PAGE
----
With strong prospects for tax reform, corporations of all sizes are looking anxiously and hopefully at the tax proposals of both the incoming administration and the House GOP, according to Scott Harty, a partner in Alston & Bird’s Federal & International Tax Group.

“While the Trump and GOP tax plans are not identical, they are closely related and both contain a number of provisions that are highly relevant to business,” said Harty. “If even a portion of the proposals are enacted, this could be the most significant shift in business taxation in over 30 Years,” he said.

House Ways & Means Committee Chair Rep. Kevin Brady, R-Texas (right) and Speaker of the House Paul Ryan, R-Wis., at a hearing.
House Ways & Means Committee Chair Rep. Kevin Brady, R-Texas (right) and Speaker of the House Paul Ryan, R-Wis., at a hearing. Bloomberg News

“With any change of this scale, there will be winners and losers. A key provision that many businesses will want to follow is the elimination of the deductibility of business expense – this could be very costly to some companies. Moreover, the concept of ‘border adjustability’ is novel to taxpayers and practitioners, so its implementation could be difficult and may have unintended consequences for companies.”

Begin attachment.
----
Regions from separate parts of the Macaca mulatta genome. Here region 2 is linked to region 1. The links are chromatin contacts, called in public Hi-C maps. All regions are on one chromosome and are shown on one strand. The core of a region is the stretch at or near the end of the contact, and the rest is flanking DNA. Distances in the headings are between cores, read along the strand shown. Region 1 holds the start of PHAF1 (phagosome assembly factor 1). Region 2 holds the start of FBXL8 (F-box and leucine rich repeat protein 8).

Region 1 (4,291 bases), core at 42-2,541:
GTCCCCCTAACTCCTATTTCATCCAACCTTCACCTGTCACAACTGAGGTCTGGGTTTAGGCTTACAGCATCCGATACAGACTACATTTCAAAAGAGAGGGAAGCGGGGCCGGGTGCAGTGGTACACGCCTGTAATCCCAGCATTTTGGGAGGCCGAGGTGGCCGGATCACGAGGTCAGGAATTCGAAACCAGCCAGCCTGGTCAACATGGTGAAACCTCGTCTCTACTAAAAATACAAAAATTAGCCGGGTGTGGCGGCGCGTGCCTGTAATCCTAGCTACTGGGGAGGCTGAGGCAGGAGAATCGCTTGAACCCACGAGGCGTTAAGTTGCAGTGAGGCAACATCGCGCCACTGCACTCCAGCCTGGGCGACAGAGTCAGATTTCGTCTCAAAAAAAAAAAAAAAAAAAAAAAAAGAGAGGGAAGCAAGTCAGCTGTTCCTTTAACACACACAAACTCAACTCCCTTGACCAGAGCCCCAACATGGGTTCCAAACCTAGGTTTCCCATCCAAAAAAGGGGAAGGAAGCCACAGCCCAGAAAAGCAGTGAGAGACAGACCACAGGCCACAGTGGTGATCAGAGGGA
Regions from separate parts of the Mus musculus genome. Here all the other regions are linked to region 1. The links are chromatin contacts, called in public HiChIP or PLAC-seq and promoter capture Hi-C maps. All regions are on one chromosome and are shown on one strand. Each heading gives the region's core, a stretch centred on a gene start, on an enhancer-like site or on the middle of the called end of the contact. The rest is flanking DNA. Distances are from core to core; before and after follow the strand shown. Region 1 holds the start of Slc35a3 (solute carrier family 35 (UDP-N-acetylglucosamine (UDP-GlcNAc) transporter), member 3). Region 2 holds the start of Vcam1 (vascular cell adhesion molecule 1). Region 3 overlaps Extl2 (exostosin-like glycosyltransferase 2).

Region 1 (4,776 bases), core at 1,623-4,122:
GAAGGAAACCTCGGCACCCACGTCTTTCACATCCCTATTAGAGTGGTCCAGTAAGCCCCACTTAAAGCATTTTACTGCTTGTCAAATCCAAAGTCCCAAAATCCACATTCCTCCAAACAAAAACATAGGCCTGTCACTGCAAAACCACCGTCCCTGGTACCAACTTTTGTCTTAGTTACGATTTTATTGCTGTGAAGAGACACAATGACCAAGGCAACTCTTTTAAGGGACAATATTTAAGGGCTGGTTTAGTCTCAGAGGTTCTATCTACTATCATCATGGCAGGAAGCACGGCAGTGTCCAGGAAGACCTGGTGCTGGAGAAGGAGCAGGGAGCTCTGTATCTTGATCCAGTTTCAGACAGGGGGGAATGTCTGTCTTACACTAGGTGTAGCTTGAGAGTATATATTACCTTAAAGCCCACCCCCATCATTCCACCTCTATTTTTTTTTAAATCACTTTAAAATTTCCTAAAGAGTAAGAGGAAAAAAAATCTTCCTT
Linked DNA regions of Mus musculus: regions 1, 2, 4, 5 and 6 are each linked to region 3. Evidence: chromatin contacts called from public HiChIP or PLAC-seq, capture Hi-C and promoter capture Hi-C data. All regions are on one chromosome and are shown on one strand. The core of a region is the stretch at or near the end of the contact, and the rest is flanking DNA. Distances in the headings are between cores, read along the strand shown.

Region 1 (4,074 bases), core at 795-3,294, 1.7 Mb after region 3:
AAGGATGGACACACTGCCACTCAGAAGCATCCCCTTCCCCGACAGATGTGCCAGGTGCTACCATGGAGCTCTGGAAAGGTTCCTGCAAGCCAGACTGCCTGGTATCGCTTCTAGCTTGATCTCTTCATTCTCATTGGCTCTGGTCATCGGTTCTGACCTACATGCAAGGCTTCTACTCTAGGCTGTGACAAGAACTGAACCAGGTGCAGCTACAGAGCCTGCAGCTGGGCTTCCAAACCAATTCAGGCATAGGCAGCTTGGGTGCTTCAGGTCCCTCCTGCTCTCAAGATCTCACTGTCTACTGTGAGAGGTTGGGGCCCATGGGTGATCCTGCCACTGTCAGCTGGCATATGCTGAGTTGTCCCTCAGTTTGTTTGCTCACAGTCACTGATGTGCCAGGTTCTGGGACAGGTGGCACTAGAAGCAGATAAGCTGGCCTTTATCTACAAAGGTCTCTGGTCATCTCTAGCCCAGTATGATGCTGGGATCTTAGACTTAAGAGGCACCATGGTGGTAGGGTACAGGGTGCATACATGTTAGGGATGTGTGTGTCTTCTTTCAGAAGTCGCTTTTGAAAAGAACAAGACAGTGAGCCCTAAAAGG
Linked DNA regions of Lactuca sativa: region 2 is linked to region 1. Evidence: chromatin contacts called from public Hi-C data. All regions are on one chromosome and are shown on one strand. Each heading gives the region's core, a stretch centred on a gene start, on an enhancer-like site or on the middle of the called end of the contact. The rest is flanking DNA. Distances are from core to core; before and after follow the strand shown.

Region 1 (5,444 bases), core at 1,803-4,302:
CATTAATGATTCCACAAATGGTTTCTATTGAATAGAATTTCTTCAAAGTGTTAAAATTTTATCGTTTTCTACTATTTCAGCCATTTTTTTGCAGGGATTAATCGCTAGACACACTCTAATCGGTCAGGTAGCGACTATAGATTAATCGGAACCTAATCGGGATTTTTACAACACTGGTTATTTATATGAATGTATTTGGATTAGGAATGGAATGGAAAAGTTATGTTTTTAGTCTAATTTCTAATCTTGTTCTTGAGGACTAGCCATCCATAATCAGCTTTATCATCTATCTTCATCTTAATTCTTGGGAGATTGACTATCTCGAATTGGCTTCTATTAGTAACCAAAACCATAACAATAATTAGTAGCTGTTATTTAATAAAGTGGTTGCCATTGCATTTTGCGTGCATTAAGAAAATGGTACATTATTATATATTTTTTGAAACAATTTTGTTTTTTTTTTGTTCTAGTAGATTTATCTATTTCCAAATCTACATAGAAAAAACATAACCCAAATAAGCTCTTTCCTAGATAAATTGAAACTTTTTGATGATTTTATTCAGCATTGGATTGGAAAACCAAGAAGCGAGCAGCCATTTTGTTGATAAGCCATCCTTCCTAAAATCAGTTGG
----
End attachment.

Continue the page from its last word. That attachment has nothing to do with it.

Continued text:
During the campaign, Trump proposed to allow companies engaged in manufacturing in the U.S. to elect to immediately expense capital investments, rather than depreciating them. Companies that choose to expense capital investments would forego the deductibility of interest. Under the House GOP tax reform blueprint, capital investments would be immediately deductible without the requirement of an election, although the blueprint would disallow deductions for net interest expense.

“Interest expense is tricky because there’s no definitive proposal, but it’s likely that certain debt would be grandfathered,” he said. “This would be helpful for highly leveraged companies with large amounts of debt. And then I suspect there’s going to be carve-outs for certain financial institutions.”

“If all debt is grandfathered at the date of passage of the proposal, it will alleviate a lot of concern,” Harty said. “But going forward, companies will have to revisit how their capital structure looks, and how much debt they take on, since there would not be a bias in favor of interest. This will affect banks since businesses will take out less debt if they can’t deduct the interest. But they still need to fund their operations – they can’t do it all with equity.”

The House GOP proposal utilizes the concept of border adjustments, which would eliminate the U.S. tax on products, services and intangibles produced in the U.S., Harty indicated.

But the vast majority of practitioners don’t know what border adjustability is, and haven’t begun to think through what it means for their clients, he observed. “It’s very complicated -- It’s present in the European VAT systems, but we just don’t have that concept in the U.S. A lot of practitioners will be wrestling with it.”

In at least one interview, Trump agreed, calling the border adjustment proposal in the blueprint “too complicated,” but he added that he is open to discussion on its merits. The proposal would eliminate tax incentives to move headquarters overseas, according to Ways and Means Committee Chairman Kevin Brady.

Roger Russell

Roger Russell is senior editor for tax with Accounting Today, and a tax attorney and a legal and accounting journalist.